More work on these peptides.  Recent experiments from the sequenate being talked about on August the 5th, Tuesday.  Hydroiodic acid, HI, unstabilized, with DTT in the sample gives various yields of thioxazolidone, a derivative of serine, goes to alanine about 75%; and threonine goes about 100%, AB and methionine doesn’t change at all.  So, beginning to settle on hydroiodic acid.  [00:10:00]

Oxidation talked about on page 69.  Since the cysteamine derivatives have gone so poorly, yet oxygen is an active poison, decided to try, etc.  Oxidation tests.

[00:11:00] More columns, etc., gradients again, October 29th.  Look at BALC mice for some reason on Monday, January 19th.  The mice were born on November 29th.  EHF — I think I might be (inaudible) — I have to find out that, so it’s talking about “EHF”; I don’t know what that means anymore.  [00:12:00]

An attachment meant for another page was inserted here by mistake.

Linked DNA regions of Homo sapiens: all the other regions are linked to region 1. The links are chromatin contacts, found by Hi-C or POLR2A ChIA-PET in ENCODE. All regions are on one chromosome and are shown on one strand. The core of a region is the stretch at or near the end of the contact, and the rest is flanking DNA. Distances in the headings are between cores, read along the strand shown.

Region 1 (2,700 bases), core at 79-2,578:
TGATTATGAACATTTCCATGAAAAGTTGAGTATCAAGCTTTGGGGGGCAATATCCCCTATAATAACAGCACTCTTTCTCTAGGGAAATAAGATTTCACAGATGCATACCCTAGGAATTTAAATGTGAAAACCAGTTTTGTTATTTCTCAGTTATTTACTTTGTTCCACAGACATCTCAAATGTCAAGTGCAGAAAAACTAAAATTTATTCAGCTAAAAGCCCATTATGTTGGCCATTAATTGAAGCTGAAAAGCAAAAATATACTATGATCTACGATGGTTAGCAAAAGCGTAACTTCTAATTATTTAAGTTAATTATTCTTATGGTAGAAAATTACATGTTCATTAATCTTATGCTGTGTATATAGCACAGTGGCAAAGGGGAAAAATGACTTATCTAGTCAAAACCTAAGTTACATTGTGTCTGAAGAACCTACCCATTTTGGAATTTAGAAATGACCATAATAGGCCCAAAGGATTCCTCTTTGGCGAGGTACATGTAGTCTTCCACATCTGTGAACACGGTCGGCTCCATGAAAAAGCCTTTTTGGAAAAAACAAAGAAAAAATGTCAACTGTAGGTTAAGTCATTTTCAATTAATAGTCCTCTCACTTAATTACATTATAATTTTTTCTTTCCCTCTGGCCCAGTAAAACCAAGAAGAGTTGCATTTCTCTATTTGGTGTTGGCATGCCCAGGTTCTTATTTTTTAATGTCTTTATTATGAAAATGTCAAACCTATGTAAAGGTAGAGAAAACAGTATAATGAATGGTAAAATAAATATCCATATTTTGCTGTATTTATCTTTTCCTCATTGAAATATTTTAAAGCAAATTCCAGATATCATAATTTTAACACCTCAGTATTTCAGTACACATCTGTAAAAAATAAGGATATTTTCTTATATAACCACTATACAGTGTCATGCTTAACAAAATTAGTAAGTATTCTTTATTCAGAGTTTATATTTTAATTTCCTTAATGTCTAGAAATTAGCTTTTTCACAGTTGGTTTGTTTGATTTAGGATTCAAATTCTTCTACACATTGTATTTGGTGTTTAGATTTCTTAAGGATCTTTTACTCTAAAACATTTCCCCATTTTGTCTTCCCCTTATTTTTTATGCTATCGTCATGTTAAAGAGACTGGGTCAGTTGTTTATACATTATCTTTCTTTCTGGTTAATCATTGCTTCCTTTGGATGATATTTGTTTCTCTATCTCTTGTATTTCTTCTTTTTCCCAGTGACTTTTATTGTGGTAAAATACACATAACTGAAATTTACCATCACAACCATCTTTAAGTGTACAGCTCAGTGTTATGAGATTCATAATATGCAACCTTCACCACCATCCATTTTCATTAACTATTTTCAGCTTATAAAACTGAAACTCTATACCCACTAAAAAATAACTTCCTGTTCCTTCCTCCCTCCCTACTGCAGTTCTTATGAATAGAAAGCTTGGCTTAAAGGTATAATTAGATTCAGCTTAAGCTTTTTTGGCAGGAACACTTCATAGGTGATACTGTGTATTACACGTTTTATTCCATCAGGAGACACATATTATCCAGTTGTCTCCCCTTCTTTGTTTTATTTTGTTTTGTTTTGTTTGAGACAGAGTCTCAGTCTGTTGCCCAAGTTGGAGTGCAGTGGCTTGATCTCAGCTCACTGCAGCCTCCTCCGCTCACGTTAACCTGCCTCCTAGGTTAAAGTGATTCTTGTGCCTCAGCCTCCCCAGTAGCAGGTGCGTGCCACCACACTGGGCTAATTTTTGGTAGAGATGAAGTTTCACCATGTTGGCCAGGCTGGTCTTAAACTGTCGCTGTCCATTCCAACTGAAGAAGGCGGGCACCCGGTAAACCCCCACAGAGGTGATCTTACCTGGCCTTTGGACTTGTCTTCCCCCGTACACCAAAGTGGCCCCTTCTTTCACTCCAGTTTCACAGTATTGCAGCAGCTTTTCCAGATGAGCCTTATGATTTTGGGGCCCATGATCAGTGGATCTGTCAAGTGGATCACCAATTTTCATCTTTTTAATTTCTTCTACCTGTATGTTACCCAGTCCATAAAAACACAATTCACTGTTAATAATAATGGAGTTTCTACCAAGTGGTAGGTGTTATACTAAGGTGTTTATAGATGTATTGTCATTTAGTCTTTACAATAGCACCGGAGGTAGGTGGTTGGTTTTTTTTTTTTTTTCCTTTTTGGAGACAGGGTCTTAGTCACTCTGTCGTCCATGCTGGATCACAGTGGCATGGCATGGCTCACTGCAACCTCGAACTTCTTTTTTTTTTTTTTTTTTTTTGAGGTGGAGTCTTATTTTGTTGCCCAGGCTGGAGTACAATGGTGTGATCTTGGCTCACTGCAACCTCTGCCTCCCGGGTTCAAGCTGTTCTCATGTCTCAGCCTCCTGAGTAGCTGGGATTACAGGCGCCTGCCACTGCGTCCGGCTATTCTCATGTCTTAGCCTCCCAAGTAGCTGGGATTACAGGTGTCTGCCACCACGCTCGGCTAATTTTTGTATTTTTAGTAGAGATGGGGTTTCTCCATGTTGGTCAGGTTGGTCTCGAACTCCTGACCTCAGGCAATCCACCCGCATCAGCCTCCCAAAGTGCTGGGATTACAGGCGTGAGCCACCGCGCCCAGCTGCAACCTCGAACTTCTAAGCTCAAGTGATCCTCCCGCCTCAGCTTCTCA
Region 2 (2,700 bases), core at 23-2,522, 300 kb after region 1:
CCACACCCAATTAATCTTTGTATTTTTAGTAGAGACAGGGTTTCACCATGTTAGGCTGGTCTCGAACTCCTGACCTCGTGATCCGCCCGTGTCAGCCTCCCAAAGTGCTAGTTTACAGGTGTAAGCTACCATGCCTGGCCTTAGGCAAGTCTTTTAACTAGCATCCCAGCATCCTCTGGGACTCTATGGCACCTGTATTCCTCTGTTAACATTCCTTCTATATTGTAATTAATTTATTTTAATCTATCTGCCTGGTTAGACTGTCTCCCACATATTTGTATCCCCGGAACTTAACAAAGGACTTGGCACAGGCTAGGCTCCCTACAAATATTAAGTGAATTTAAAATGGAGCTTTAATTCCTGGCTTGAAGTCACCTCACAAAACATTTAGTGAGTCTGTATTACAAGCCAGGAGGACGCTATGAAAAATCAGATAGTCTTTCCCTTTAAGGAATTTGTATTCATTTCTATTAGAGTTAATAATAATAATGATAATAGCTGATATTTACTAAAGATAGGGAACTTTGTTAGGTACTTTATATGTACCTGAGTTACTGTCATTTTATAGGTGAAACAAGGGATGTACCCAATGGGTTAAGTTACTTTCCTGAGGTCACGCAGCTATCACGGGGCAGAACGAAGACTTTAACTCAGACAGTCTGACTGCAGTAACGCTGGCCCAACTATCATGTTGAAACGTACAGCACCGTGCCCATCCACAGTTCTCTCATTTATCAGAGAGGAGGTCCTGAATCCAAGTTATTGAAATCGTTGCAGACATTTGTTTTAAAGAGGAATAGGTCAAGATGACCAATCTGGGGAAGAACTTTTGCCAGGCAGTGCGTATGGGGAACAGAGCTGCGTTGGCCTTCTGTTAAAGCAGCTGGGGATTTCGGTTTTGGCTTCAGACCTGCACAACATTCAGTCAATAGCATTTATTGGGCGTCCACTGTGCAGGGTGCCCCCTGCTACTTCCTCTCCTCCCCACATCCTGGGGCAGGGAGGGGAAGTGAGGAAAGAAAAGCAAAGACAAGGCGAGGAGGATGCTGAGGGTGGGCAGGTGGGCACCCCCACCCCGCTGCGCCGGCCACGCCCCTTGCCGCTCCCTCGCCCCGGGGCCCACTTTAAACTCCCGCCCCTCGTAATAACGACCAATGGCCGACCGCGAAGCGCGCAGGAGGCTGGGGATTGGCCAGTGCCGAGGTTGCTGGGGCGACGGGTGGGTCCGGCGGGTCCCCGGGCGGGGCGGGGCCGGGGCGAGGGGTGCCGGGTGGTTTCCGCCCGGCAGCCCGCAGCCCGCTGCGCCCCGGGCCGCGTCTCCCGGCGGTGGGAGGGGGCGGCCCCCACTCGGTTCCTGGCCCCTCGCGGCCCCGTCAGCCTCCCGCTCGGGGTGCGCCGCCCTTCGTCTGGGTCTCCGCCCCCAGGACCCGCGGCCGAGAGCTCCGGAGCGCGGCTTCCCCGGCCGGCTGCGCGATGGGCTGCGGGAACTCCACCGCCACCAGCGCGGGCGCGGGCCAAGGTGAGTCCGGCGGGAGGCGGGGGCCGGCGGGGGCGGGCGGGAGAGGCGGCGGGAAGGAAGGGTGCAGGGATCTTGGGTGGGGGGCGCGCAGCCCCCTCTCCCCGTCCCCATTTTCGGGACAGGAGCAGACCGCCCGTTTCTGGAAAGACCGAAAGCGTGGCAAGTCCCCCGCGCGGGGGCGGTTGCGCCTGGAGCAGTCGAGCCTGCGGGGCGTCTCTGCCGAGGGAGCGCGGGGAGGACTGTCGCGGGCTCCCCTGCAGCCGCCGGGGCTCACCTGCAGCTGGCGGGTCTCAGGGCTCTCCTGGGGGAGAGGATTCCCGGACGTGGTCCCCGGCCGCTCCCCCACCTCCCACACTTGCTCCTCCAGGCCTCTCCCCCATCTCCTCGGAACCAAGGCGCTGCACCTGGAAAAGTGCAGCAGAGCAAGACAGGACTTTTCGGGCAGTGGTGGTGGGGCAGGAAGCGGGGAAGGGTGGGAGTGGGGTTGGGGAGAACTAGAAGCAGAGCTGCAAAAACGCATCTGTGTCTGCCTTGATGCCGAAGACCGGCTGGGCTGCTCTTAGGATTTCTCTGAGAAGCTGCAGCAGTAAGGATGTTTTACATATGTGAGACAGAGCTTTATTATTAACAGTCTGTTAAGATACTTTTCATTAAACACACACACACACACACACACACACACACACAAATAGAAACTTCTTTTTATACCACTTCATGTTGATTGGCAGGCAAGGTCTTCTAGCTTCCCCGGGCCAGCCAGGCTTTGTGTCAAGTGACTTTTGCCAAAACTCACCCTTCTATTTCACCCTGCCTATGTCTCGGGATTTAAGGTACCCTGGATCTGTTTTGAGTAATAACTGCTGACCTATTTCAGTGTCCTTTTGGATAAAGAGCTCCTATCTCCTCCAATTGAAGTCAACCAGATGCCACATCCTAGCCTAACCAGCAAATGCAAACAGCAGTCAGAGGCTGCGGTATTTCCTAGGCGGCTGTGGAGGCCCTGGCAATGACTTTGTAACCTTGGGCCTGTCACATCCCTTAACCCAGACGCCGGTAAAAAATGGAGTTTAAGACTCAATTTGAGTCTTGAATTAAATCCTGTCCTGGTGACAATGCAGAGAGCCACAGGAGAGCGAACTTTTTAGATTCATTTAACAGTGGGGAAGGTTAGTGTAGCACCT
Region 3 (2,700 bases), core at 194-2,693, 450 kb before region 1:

I had some sort of a dream on Tuesday, February 3rd, “Aim to use a toxin to selectively kill non-antibody producers.”  Idea from talks with Dave on my suggestion of selecting methionine-containing, or non-methionine-containing, (inaudible) mouse myeloma.  Dave suggested [a toxin?] or versus, so we thought about the toxin from cluster (inaudible), which were hydrolyzed as light red blood cells, but not lymphocytes.  [00:13:00] An old batch which I must have had around, oddly enough.  Tried to clean it up.

“Too old, abandon,” page 85.  Trying cephalotoxin, alpha toxin.  [00:14:00]